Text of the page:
I was really struck by how this book could be easily adapted into one of those low-budget TV mini-series; it wouldn't feel out of place next to The Langoliers adaptation. From an RPG perspective, the caterpillars and the "mutants"/"Hydes" they create could be interesting twist to a campaign: I could easily imagine an All Flesh Must Be Eaten game that borrows heavily from this novel. The novel is really a character drama/crime thriller with fantastical elements thrown in. The writing is a bit uneven. I think the most memorable things about it are the ubiquitous caterpillars and the "everyone fucking dies" ending.

Judgement: Definitely not a great novel but not a bad one either. I give it 7/10.

Monday, January 4, 2016

Death Dogs for Heroes & Other Worlds

"Death dogs are large two-headed hounds which are distinguished by their penetrating double bark. Death dogs hunt in large packs. [. . .] There is an 85% chance that death dogs will attack humans on sight." - AD&D Monstrous Compendium Volume One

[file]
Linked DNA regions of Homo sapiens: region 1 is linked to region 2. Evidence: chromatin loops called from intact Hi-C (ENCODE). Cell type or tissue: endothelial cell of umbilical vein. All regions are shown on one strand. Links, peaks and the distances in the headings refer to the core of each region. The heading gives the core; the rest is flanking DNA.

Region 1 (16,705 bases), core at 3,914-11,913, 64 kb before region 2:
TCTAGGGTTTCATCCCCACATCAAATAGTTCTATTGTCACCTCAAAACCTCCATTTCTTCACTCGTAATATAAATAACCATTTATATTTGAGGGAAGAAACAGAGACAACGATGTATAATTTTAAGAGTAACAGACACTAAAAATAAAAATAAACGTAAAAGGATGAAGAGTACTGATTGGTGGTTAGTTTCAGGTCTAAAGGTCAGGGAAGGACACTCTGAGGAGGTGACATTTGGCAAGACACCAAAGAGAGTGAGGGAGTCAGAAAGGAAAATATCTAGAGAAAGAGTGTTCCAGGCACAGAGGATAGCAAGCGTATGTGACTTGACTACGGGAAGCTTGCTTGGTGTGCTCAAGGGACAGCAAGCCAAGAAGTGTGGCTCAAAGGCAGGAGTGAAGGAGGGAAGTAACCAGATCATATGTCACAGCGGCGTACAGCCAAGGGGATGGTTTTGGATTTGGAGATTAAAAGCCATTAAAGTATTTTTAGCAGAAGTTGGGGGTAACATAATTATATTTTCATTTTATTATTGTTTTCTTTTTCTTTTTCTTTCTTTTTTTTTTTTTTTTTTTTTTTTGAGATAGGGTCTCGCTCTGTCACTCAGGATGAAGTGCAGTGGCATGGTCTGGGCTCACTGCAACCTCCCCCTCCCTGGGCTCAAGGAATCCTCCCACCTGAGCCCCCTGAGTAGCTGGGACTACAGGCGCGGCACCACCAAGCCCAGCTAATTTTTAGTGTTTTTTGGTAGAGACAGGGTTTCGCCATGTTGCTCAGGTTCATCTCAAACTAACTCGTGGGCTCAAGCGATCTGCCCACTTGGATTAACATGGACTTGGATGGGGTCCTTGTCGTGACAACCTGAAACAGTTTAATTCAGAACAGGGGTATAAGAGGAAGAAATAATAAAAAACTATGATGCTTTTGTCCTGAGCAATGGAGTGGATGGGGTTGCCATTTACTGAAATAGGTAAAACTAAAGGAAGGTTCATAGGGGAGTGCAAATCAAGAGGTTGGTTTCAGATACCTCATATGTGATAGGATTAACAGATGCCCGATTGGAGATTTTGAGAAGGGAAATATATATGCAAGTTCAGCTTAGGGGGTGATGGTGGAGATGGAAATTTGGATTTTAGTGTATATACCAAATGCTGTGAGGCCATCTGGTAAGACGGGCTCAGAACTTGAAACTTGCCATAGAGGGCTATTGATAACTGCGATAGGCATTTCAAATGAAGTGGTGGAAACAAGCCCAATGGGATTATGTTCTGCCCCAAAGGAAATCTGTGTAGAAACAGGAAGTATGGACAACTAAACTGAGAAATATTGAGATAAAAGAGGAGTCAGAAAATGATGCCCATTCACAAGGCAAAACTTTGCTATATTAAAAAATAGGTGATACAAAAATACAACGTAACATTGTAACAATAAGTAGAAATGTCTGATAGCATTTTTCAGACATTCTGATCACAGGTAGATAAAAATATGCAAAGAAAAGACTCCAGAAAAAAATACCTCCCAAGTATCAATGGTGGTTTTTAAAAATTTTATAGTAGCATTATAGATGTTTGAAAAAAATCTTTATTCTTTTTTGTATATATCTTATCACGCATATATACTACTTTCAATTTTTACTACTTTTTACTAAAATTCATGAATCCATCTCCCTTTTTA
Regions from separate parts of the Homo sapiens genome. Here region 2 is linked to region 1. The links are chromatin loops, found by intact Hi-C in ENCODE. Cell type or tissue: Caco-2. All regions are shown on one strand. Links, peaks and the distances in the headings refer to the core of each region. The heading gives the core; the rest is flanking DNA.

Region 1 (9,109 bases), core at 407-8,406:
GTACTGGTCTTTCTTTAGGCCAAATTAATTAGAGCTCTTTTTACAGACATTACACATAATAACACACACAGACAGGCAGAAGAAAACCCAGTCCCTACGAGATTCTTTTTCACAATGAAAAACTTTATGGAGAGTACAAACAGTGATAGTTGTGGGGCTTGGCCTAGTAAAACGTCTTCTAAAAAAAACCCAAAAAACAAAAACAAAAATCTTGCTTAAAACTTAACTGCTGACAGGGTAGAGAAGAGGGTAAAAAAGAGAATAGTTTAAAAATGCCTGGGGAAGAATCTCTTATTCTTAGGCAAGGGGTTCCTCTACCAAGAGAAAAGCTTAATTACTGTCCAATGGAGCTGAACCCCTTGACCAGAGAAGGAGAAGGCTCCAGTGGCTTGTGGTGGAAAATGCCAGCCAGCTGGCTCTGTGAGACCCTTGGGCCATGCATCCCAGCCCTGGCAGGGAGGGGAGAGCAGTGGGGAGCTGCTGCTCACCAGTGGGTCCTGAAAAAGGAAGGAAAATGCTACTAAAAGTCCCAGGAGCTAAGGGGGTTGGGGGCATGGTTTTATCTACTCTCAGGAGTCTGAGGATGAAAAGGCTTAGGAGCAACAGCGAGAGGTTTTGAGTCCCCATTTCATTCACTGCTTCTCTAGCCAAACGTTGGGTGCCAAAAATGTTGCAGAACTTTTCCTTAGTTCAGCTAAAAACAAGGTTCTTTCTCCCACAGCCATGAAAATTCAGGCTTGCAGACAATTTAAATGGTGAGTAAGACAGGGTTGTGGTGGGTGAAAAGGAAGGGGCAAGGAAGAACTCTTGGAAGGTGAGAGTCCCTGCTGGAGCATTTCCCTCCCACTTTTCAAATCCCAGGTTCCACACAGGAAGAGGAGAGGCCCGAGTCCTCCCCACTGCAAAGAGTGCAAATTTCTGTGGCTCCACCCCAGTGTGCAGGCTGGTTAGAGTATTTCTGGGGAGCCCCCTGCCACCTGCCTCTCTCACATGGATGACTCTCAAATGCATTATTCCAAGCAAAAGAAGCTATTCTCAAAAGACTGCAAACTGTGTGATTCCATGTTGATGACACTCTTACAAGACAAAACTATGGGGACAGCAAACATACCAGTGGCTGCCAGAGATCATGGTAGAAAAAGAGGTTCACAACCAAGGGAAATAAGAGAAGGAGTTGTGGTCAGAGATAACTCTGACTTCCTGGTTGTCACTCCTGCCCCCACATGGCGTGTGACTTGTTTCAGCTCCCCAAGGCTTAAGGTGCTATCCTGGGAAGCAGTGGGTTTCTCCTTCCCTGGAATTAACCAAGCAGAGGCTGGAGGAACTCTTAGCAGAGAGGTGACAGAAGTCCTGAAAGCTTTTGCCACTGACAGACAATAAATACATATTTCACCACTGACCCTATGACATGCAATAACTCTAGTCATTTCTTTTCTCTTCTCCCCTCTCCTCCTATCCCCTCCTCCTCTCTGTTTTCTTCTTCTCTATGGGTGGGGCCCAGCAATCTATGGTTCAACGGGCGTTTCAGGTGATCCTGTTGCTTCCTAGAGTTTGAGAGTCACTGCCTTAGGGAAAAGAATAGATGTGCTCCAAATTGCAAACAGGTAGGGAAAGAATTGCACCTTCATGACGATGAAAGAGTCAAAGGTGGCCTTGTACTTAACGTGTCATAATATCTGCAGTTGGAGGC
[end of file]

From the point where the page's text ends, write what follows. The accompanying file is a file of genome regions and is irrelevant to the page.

"Death Dogs are ruthless predators. Those who travel in their territory learn to listen for the double bark bark that heralds a pack's approach." - D&D 3.0 Fiend Folio

"Death dogs are two-headed, mastiff-like hounds, nocturnal killing machines that hunt their prey without hesitation across the desert sands and wastelands. Death dog packs have been known to share territory with little friction, although they do engage in dominance battles in leaner times when hunting is difficult." - Tome of Horrors Complete

Death Dog
# Encountered: 1 or 1D12
ST: 13
EN: 0
MV: 7
Behavior: Agressive (14)
Habitat: Any warm desert, hill, plains, or underground.
AR: -1 (Natural Armor)
DM:1D10 (bites)
SP: Disease
TR: 0

Disease: A non-Death Dog creature dealt damage by a Death Dog's bites must make a 3/ST test or contract a terrible rotting disease. Every day the afflicted creature's total EN decreases by 1D2; if this would reduce EN to less than 0, apply the reduction to ST instead. This disease can only be cured by magic. At the GM's discretion any Cure spell (see Magi Carta) has a 50% chance to cure this disease.